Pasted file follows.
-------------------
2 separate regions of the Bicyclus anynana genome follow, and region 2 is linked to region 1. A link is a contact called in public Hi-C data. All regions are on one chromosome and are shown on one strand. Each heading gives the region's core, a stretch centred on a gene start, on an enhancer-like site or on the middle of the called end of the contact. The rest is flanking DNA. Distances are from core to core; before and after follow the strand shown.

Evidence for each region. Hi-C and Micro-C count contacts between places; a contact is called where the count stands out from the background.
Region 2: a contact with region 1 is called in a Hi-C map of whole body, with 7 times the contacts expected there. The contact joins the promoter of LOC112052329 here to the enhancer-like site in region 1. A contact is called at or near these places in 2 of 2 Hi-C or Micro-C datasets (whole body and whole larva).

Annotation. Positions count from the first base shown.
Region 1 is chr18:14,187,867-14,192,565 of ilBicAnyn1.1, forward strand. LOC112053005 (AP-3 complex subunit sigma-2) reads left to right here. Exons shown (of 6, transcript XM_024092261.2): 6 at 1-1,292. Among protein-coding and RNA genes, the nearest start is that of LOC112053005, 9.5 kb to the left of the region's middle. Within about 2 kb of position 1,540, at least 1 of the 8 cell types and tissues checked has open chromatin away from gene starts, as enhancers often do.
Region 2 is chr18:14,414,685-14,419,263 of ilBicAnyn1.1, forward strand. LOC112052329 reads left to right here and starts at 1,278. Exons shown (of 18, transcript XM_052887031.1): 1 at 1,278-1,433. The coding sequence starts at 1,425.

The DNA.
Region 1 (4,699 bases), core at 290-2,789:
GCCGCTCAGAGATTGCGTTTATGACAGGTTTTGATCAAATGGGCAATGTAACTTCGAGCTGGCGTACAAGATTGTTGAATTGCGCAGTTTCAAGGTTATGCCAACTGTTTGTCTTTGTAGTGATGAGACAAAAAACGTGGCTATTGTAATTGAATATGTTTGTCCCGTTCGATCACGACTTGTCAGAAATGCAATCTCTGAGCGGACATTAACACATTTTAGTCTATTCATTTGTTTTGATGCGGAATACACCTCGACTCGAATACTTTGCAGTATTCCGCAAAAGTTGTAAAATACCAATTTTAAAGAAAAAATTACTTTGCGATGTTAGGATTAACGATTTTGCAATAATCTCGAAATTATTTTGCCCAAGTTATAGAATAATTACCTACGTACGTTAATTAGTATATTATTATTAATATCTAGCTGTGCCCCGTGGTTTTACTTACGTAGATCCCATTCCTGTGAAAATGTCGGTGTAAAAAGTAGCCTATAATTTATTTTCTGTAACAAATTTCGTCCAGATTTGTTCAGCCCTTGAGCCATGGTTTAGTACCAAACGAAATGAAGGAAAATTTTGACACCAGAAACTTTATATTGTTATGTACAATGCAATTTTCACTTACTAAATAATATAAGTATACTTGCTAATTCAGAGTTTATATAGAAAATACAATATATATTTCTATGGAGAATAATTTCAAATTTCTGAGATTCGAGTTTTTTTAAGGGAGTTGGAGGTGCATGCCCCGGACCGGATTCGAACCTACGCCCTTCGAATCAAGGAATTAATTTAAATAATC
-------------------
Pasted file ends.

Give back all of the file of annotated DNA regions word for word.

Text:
2 separate regions of the Bicyclus anynana genome follow, and region 2 is linked to region 1. A link is a contact called in public Hi-C data. All regions are on one chromosome and are shown on one strand. Each heading gives the region's core, a stretch centred on a gene start, on an enhancer-like site or on the middle of the called end of the contact. The rest is flanking DNA. Distances are from core to core; before and after follow the strand shown.

Evidence for each region. Hi-C and Micro-C count contacts between places; a contact is called where the count stands out from the background.
Region 2: a contact with region 1 is called in a Hi-C map of whole body, with 7 times the contacts expected there. The contact joins the promoter of LOC112052329 here to the enhancer-like site in region 1. A contact is called at or near these places in 2 of 2 Hi-C or Micro-C datasets (whole body and whole larva).

Annotation. Positions count from the first base shown.
Region 1 is chr18:14,187,867-14,192,565 of ilBicAnyn1.1, forward strand. LOC112053005 (AP-3 complex subunit sigma-2) reads left to right here. Exons shown (of 6, transcript XM_024092261.2): 6 at 1-1,292. Among protein-coding and RNA genes, the nearest start is that of LOC112053005, 9.5 kb to the left of the region's middle. Within about 2 kb of position 1,540, at least 1 of the 8 cell types and tissues checked has open chromatin away from gene starts, as enhancers often do.
Region 2 is chr18:14,414,685-14,419,263 of ilBicAnyn1.1, forward strand. LOC112052329 reads left to right here and starts at 1,278. Exons shown (of 18, transcript XM_052887031.1): 1 at 1,278-1,433. The coding sequence starts at 1,425.

The DNA.
Region 1 (4,699 bases), core at 290-2,789:
GCCGCTCAGAGATTGCGTTTATGACAGGTTTTGATCAAATGGGCAATGTAACTTCGAGCTGGCGTACAAGATTGTTGAATTGCGCAGTTTCAAGGTTATGCCAACTGTTTGTCTTTGTAGTGATGAGACAAAAAACGTGGCTATTGTAATTGAATATGTTTGTCCCGTTCGATCACGACTTGTCAGAAATGCAATCTCTGAGCGGACATTAACACATTTTAGTCTATTCATTTGTTTTGATGCGGAATACACCTCGACTCGAATACTTTGCAGTATTCCGCAAAAGTTGTAAAATACCAATTTTAAAGAAAAAATTACTTTGCGATGTTAGGATTAACGATTTTGCAATAATCTCGAAATTATTTTGCCCAAGTTATAGAATAATTACCTACGTACGTTAATTAGTATATTATTATTAATATCTAGCTGTGCCCCGTGGTTTTACTTACGTAGATCCCATTCCTGTGAAAATGTCGGTGTAAAAAGTAGCCTATAATTTATTTTCTGTAACAAATTTCGTCCAGATTTGTTCAGCCCTTGAGCCATGGTTTAGTACCAAACGAAATGAAGGAAAATTTTGACACCAGAAACTTTATATTGTTATGTACAATGCAATTTTCACTTACTAAATAATATAAGTATACTTGCTAATTCAGAGTTTATATAGAAAATACAATATATATTTCTATGGAGAATAATTTCAAATTTCTGAGATTCGAGTTTTTTTAAGGGAGTTGGAGGTGCATGCCCCGGACCGGATTCGAACCTACGCCCTTCGAATCAAGGAATTAATTTAAATAATC